I've been thinking about those Hindu converts I mentioned earlier,- who taught me much about the nature of faith in the short time we had together.
We spent a couple of hours on my last Monday in Bangalore sitting together on the floor of Zion Church (which, I suspect, is where I've left my heart) while they shared their faith stories. It was frustrating to need an interpeter, but these ladies came from the poorest homes and had little education...while I, with no such excuse, had not a word of Tamil to my name. However, the tireless Rev Christy somehow found time to translate for me, and the stories that emerged were simply wonderful.
Papamma told hers with full dramatic emphasis,- Sarah Bernhardt in a sari- but when Christy translated, I realised that she was entitled to it. She had struggled with abject poverty for many years, and eventually the family situation became so bad that they determined that the only solution was to buy paraffin and burn themselves alive on a shared funeral pyre. However, to immolate a family of 5 demanded quite a quantity of paraffin, and a Christian neighbour noticed that Papamma was buying little else from day to day, suspected her intentions and suggested that, before she lit the fire she at least tried visiting the church and praying to the "Christian God". Papamma had always been a devout Hindu, and loved spending time in holy places, so she agreed to this...and on her visit to the church she encountered God in a way that changed everything for her.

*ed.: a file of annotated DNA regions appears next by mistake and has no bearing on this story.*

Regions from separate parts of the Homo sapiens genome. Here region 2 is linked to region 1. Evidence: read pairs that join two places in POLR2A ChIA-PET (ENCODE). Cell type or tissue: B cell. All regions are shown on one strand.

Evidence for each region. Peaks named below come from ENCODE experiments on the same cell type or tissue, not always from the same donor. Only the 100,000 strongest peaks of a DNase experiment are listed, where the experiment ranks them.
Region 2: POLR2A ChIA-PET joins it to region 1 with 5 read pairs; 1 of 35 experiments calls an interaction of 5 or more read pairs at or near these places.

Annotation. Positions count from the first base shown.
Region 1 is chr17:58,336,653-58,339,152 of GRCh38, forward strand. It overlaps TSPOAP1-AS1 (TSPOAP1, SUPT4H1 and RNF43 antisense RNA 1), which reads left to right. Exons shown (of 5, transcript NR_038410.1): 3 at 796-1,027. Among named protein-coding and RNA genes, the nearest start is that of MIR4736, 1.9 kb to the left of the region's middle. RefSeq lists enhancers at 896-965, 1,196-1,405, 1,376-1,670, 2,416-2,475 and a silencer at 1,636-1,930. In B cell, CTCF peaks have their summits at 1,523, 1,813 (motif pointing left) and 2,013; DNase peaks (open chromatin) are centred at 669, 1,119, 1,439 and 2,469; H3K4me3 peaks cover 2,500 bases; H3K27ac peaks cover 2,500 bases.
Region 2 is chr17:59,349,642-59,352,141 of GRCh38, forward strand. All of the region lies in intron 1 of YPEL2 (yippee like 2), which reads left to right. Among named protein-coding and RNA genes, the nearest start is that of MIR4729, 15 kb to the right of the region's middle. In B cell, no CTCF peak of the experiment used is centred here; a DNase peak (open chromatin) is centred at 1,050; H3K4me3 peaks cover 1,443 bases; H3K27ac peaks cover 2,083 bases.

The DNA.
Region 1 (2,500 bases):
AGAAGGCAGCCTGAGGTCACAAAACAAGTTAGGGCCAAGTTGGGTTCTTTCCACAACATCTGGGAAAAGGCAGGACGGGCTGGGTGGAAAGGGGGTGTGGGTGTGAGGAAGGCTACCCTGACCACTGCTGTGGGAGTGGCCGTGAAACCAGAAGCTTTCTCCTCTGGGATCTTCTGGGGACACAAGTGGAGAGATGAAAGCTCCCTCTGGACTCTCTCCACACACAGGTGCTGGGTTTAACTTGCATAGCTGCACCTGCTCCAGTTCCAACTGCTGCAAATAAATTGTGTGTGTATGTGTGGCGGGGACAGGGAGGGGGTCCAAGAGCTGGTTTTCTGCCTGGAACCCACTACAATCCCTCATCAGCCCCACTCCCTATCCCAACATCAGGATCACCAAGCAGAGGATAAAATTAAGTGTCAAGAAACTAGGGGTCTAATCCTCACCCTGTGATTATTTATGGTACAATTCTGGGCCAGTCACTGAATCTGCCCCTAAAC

What was striking to me was that materially nothing had changed at all. She remains desperately poor, racked with arthritis and with huge anxiety about her young grandson, who has severe cerebral palsy and is incapable of independent life. But there is no trace of the frantic desperation that had driven her earlier plans. She told me that she knows that God loves and cares for each member of her family, and she's prepared to trust him come what may.
The other ladies were equally assured. Their faith was overwhelming. On one level, they prayed "slot machine prayers", asking for very specific things - for healing, for a wife for a grandson, for enough money to pay the rent - but they remained serene when instant answers were not forthcoming. I wondered if that calm evolved from the fatalism of the Hindu world-view, or whether the scornful Marxist criticism of religion as "the opiate of the masses" might actually be correct. Had Christianity simply lulled these wonderful women into acceptance of the unacceptable? But no, these women were working to transform their own community by simple everyday kindness, which had won the respect of their Hindu neighbours, who had initially viewed their conversion with suspicion.
Their spirits were not dulled in any way - they shone for me, that afternoon.
Back in the guest house I was writing while listening to music on my blessed iRiver (surely one of the best purchases ever). The Kevin Prosch track "Kiss the Son" drew to a close, with its repetition of the words of Job
"Though you slay me, I will trust you Lord"
and for a moment I understood the faith of those wonderful women.
I shall go on praying for them, and for their families...For Jesu, the grandson with cerebral palsy, for Dennison, a school boy with haemophilia (surely a death-sentence when you live in a slum in a developing country) and for so many others. Perhaps you will too.
And 5000 miles away, I know those women are praying for me. That feels wonderful.